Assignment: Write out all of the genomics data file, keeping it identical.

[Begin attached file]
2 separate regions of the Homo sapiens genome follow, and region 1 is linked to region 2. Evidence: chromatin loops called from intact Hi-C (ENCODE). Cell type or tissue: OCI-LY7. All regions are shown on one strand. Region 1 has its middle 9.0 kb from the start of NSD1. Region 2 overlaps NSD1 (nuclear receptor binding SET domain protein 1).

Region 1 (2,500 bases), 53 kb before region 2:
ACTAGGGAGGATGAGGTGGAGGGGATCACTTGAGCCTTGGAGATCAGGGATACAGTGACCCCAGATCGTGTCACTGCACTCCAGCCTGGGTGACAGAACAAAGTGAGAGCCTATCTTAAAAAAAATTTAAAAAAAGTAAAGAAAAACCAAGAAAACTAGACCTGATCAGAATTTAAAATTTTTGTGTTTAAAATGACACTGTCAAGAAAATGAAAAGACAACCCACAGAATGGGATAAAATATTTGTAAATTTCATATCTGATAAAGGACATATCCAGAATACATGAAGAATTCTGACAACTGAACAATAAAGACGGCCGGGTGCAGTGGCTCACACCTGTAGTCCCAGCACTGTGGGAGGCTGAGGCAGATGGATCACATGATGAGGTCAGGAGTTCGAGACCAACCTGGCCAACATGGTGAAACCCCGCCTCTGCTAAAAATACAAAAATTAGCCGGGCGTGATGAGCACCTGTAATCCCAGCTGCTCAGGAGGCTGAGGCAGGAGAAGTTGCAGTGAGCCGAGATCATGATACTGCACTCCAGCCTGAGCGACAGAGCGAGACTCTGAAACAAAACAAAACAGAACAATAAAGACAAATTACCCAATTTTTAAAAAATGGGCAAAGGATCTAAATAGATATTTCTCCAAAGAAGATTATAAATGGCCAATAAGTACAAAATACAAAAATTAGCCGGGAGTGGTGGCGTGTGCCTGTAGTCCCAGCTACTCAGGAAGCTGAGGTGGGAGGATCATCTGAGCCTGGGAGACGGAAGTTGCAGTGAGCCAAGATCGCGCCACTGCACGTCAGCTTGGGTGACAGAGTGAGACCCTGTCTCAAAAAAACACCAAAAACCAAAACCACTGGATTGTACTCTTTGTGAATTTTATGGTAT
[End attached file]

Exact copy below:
2 separate regions of the Homo sapiens genome follow, and region 1 is linked to region 2. Evidence: chromatin loops called from intact Hi-C (ENCODE). Cell type or tissue: OCI-LY7. All regions are shown on one strand. Region 1 has its middle 9.0 kb from the start of NSD1. Region 2 overlaps NSD1 (nuclear receptor binding SET domain protein 1).

Region 1 (2,500 bases), 53 kb before region 2:
ACTAGGGAGGATGAGGTGGAGGGGATCACTTGAGCCTTGGAGATCAGGGATACAGTGACCCCAGATCGTGTCACTGCACTCCAGCCTGGGTGACAGAACAAAGTGAGAGCCTATCTTAAAAAAAATTTAAAAAAAGTAAAGAAAAACCAAGAAAACTAGACCTGATCAGAATTTAAAATTTTTGTGTTTAAAATGACACTGTCAAGAAAATGAAAAGACAACCCACAGAATGGGATAAAATATTTGTAAATTTCATATCTGATAAAGGACATATCCAGAATACATGAAGAATTCTGACAACTGAACAATAAAGACGGCCGGGTGCAGTGGCTCACACCTGTAGTCCCAGCACTGTGGGAGGCTGAGGCAGATGGATCACATGATGAGGTCAGGAGTTCGAGACCAACCTGGCCAACATGGTGAAACCCCGCCTCTGCTAAAAATACAAAAATTAGCCGGGCGTGATGAGCACCTGTAATCCCAGCTGCTCAGGAGGCTGAGGCAGGAGAAGTTGCAGTGAGCCGAGATCATGATACTGCACTCCAGCCTGAGCGACAGAGCGAGACTCTGAAACAAAACAAAACAGAACAATAAAGACAAATTACCCAATTTTTAAAAAATGGGCAAAGGATCTAAATAGATATTTCTCCAAAGAAGATTATAAATGGCCAATAAGTACAAAATACAAAAATTAGCCGGGAGTGGTGGCGTGTGCCTGTAGTCCCAGCTACTCAGGAAGCTGAGGTGGGAGGATCATCTGAGCCTGGGAGACGGAAGTTGCAGTGAGCCAAGATCGCGCCACTGCACGTCAGCTTGGGTGACAGAGTGAGACCCTGTCTCAAAAAAACACCAAAAACCAAAACCACTGGATTGTACTCTTTGTGAATTTTATGGTAT